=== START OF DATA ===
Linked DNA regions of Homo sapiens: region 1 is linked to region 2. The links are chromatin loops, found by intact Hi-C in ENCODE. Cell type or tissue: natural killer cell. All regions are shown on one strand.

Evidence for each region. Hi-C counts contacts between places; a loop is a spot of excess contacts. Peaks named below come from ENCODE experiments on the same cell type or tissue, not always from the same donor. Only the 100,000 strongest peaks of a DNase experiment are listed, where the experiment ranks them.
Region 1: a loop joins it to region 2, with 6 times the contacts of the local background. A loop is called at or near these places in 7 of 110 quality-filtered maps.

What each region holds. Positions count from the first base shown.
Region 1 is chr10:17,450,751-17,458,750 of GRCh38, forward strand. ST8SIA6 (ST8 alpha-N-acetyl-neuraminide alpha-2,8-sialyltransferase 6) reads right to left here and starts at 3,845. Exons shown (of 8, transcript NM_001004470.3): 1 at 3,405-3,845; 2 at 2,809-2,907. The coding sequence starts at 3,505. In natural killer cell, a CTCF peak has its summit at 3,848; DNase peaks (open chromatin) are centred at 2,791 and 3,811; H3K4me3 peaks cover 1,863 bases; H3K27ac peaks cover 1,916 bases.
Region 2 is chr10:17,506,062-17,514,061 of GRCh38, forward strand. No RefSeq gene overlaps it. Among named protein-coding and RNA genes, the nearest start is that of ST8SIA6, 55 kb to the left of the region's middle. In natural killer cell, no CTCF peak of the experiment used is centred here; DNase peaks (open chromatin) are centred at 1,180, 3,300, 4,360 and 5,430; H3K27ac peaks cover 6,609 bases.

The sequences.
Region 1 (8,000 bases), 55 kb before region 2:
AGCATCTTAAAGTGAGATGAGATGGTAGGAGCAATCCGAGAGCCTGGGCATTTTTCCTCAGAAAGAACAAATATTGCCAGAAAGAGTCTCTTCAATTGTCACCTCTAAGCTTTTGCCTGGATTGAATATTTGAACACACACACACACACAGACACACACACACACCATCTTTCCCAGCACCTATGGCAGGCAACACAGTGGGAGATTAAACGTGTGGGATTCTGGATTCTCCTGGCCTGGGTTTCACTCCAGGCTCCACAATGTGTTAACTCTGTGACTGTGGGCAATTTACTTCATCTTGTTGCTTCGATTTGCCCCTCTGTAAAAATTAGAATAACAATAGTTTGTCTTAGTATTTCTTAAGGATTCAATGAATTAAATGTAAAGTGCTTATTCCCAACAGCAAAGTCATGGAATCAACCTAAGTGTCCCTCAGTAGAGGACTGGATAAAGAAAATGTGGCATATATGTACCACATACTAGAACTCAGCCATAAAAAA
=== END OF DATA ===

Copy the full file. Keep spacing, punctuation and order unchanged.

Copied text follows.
Linked DNA regions of Homo sapiens: region 1 is linked to region 2. The links are chromatin loops, found by intact Hi-C in ENCODE. Cell type or tissue: natural killer cell. All regions are shown on one strand.

Evidence for each region. Hi-C counts contacts between places; a loop is a spot of excess contacts. Peaks named below come from ENCODE experiments on the same cell type or tissue, not always from the same donor. Only the 100,000 strongest peaks of a DNase experiment are listed, where the experiment ranks them.
Region 1: a loop joins it to region 2, with 6 times the contacts of the local background. A loop is called at or near these places in 7 of 110 quality-filtered maps.

What each region holds. Positions count from the first base shown.
Region 1 is chr10:17,450,751-17,458,750 of GRCh38, forward strand. ST8SIA6 (ST8 alpha-N-acetyl-neuraminide alpha-2,8-sialyltransferase 6) reads right to left here and starts at 3,845. Exons shown (of 8, transcript NM_001004470.3): 1 at 3,405-3,845; 2 at 2,809-2,907. The coding sequence starts at 3,505. In natural killer cell, a CTCF peak has its summit at 3,848; DNase peaks (open chromatin) are centred at 2,791 and 3,811; H3K4me3 peaks cover 1,863 bases; H3K27ac peaks cover 1,916 bases.
Region 2 is chr10:17,506,062-17,514,061 of GRCh38, forward strand. No RefSeq gene overlaps it. Among named protein-coding and RNA genes, the nearest start is that of ST8SIA6, 55 kb to the left of the region's middle. In natural killer cell, no CTCF peak of the experiment used is centred here; DNase peaks (open chromatin) are centred at 1,180, 3,300, 4,360 and 5,430; H3K27ac peaks cover 6,609 bases.

The sequences.
Region 1 (8,000 bases), 55 kb before region 2:
AGCATCTTAAAGTGAGATGAGATGGTAGGAGCAATCCGAGAGCCTGGGCATTTTTCCTCAGAAAGAACAAATATTGCCAGAAAGAGTCTCTTCAATTGTCACCTCTAAGCTTTTGCCTGGATTGAATATTTGAACACACACACACACACAGACACACACACACACCATCTTTCCCAGCACCTATGGCAGGCAACACAGTGGGAGATTAAACGTGTGGGATTCTGGATTCTCCTGGCCTGGGTTTCACTCCAGGCTCCACAATGTGTTAACTCTGTGACTGTGGGCAATTTACTTCATCTTGTTGCTTCGATTTGCCCCTCTGTAAAAATTAGAATAACAATAGTTTGTCTTAGTATTTCTTAAGGATTCAATGAATTAAATGTAAAGTGCTTATTCCCAACAGCAAAGTCATGGAATCAACCTAAGTGTCCCTCAGTAGAGGACTGGATAAAGAAAATGTGGCATATATGTACCACATACTAGAACTCAGCCATAAAAAA